3. Stages of maturation much faster in VZV
      1. Rash develops rapidly
      2. Scab forms within 7 days of rash
      3. Scab separates within 14 days of rash
    4. Trunk more involved in VZV than face or extremities
  2. Meningococcemia
    1. Contrast with Hemorrhagic or Malignant Smallpox
  3. Severe Acute Leukemia
    1. Contrast with Hemorrhagic or Malignant Smallpox

X. Labs: Used to identify epidemic

  1. Throat swab for PCR (preferred) or ELISA
  2. Obtain samples from possible source
    1. Open Vesicle with scalpel and dab with cotton swab
    2. Obtain scab sample with forceps
  3. Send sample in sealed Vacutainer (tape top)
  4. Encase Vacutainer in second, water proof container
  5. Send samples to high-containment labs (BL-4)
  6. Smallpox rapidly identified under electron microscopy

XI. Management: Emergently reduce transmission risk

  1. Patient Isolation at facility (home is preferred)
    1. Negative pressure room
    2. High-efficiency particulate air filtration
    3. Deceased patients should be cremated
      1. Vaccinate mortuary workers
  2. Protect all medical facility personnel
    1. Medical care by recently vaccinated persons only
    2. Immunize all hospital employees
    3. Furlough non-immunized employees
    4. Infectious precautions (Gloves and Mask)
    5. Contact public health immediately
    6. Decontamination
      1. Laundry in biohazard bags, autoclave, then launder
      2. Waste in biohazard bags and incinerate
      3. Room Decontamination per protocol
  3. Identify and immunize contacts of infection source
    1. Household or face-to-face contact with febrile source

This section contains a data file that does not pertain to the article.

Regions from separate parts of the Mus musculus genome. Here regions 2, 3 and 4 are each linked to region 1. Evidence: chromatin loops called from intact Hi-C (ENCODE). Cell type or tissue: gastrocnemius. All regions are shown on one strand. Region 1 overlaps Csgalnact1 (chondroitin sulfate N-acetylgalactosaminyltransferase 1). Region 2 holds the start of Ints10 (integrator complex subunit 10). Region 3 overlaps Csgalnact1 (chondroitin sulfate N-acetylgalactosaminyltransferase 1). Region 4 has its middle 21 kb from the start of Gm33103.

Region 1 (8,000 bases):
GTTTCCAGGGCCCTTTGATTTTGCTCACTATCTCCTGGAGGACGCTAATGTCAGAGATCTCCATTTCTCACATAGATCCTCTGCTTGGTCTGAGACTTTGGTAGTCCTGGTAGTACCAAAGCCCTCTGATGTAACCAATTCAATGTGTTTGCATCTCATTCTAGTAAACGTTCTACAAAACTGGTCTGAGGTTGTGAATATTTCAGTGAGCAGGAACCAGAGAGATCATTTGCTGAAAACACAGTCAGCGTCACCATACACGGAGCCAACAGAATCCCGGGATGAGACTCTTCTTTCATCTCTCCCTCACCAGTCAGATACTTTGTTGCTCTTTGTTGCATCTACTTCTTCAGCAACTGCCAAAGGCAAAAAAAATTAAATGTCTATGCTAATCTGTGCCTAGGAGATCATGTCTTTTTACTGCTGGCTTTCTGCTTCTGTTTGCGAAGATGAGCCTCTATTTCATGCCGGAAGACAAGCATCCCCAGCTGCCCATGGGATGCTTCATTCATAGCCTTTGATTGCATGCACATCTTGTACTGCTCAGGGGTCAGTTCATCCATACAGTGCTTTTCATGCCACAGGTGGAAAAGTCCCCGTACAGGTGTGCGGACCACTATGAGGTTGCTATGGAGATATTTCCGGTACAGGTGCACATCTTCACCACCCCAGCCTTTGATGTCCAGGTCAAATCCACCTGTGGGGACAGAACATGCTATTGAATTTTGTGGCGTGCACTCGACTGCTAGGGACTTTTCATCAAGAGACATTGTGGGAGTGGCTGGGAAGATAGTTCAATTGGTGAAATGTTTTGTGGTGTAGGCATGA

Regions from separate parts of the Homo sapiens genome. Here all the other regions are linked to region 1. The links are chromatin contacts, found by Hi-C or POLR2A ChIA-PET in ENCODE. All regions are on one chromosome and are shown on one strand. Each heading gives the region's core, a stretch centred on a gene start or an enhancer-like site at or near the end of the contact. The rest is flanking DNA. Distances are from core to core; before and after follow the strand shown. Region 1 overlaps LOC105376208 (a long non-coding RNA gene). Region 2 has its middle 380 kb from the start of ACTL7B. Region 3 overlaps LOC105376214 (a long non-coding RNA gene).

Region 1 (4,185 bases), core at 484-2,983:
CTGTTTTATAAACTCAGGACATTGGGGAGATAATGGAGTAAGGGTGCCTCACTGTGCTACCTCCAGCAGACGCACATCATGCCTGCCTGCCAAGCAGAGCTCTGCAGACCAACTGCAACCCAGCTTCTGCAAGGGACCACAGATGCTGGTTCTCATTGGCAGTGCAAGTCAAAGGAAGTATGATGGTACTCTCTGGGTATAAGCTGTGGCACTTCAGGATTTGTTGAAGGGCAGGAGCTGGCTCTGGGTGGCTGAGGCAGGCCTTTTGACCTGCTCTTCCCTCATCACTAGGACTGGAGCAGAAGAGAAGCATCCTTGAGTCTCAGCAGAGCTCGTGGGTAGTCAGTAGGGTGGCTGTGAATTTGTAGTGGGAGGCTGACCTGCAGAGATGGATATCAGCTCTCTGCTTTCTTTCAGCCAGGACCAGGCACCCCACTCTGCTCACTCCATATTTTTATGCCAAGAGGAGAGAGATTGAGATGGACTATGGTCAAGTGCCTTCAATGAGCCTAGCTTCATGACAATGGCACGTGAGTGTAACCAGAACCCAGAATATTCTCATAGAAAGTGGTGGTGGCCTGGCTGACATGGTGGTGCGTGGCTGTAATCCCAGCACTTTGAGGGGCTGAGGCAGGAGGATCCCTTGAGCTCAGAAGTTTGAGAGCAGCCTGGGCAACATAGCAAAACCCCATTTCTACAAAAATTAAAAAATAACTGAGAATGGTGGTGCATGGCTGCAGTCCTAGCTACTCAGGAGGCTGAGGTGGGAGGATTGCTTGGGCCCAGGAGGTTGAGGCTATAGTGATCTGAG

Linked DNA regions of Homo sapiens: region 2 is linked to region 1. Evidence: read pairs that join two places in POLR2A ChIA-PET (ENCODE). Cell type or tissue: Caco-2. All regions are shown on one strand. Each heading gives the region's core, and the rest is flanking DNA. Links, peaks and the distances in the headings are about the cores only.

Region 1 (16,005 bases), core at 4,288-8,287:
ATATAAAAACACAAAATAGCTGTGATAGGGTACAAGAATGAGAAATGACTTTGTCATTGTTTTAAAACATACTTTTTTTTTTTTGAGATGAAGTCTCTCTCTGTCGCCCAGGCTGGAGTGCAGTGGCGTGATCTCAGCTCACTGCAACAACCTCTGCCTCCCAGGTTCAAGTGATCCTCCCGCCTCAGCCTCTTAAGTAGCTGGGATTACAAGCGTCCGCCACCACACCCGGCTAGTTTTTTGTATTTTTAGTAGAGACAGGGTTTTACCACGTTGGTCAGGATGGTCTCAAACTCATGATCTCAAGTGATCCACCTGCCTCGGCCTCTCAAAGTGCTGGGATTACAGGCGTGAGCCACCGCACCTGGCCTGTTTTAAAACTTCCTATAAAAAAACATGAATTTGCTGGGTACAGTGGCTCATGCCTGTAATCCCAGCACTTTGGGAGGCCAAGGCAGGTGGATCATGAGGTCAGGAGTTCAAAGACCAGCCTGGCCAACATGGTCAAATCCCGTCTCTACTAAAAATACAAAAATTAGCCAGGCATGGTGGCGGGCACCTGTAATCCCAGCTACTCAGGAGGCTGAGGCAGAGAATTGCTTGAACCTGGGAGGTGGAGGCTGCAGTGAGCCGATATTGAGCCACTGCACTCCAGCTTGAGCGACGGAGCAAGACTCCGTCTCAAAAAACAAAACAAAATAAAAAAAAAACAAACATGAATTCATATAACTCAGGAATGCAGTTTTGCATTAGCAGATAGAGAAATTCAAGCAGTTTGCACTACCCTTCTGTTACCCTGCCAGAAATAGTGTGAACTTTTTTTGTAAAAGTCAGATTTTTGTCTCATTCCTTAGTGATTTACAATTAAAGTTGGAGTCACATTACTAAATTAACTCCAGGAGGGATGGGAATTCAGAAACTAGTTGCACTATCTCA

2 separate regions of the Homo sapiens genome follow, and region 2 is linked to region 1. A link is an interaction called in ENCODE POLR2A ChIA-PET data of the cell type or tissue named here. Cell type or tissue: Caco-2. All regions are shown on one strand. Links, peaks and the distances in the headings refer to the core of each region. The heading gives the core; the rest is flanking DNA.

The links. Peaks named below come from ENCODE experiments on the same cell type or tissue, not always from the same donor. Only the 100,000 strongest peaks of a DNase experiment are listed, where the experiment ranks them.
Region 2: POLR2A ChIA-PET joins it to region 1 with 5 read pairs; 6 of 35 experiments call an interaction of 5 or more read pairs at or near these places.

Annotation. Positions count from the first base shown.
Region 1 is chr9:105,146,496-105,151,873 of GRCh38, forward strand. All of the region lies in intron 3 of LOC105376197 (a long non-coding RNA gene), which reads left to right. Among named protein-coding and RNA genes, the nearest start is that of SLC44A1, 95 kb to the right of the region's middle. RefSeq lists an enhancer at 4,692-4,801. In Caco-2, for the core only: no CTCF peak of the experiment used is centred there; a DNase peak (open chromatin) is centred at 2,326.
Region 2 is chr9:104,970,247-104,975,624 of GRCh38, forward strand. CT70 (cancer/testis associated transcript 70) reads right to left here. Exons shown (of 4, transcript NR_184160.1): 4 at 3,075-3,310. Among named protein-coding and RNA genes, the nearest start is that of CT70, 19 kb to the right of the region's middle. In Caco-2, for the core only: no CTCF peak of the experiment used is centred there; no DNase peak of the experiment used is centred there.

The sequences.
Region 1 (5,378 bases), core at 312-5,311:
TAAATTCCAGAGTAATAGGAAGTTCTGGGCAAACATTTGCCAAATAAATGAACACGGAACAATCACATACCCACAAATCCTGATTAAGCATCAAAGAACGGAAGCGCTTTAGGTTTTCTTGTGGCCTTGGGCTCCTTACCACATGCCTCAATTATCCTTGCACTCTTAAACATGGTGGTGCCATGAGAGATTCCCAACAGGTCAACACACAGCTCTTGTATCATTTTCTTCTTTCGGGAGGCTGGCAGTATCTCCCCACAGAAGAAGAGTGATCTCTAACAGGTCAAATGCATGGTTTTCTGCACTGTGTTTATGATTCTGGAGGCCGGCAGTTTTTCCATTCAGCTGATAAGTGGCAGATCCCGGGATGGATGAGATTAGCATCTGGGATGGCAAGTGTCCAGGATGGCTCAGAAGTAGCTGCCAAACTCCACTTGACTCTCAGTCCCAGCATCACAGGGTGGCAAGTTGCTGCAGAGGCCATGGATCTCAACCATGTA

2. Isolate if fever >101 within 17 days of exposure
    3. Forced quarantine may be necessary

XII. Management: Medical

  1. See Prevention below (include Postexposure Prophylaxis)
  2. Symptomatic and supportive care
  3. Tecovirimat (TPOXX)
    1. Indicated in severe Vaccinia
    2. Dose: 600 mg orally twice daily for 14 days
    3. Interrupts virus transmission between cells
  4. Other agents with benefit
    1. Cidofovir (Vistide)
    2. Brincidofovir

XIII. Prognosis

  1. Variola major: 30% to 50% mortality rate in unvaccinated patients
  2. Variola Minor: 1-2% mortality rate
  3. Hemorrhagic Smallpox: Uniformly fatal by day 6 of rash
  4. Malignant Smallpox: Frequently fatal

XIV. Prevention

  1. Pre-exposure Smallpox Vaccination
    1. Immunity wanes after 5-10 years
    2. Those vaccinated 30 years ago are likely susceptible
    3. Routine Smallpox Vaccination stopped in U.S. 1972
  2. Post-exposure Prophylaxis
    1. Vaccinia Immune Globulin 0.6 ml/kg IM
      1. Must be given within 3 days (ideally within 24 hours)
    2. Smallpox Vaccination
      1. Must be given within 4 days of exposure (before symptoms) to be effective
      2. Contraindicated in pregnancy (risk of fetal Vaccinia) unless benefits outweight risks
  3. Variola Immunoglobulin (Vaccinia immune globulin)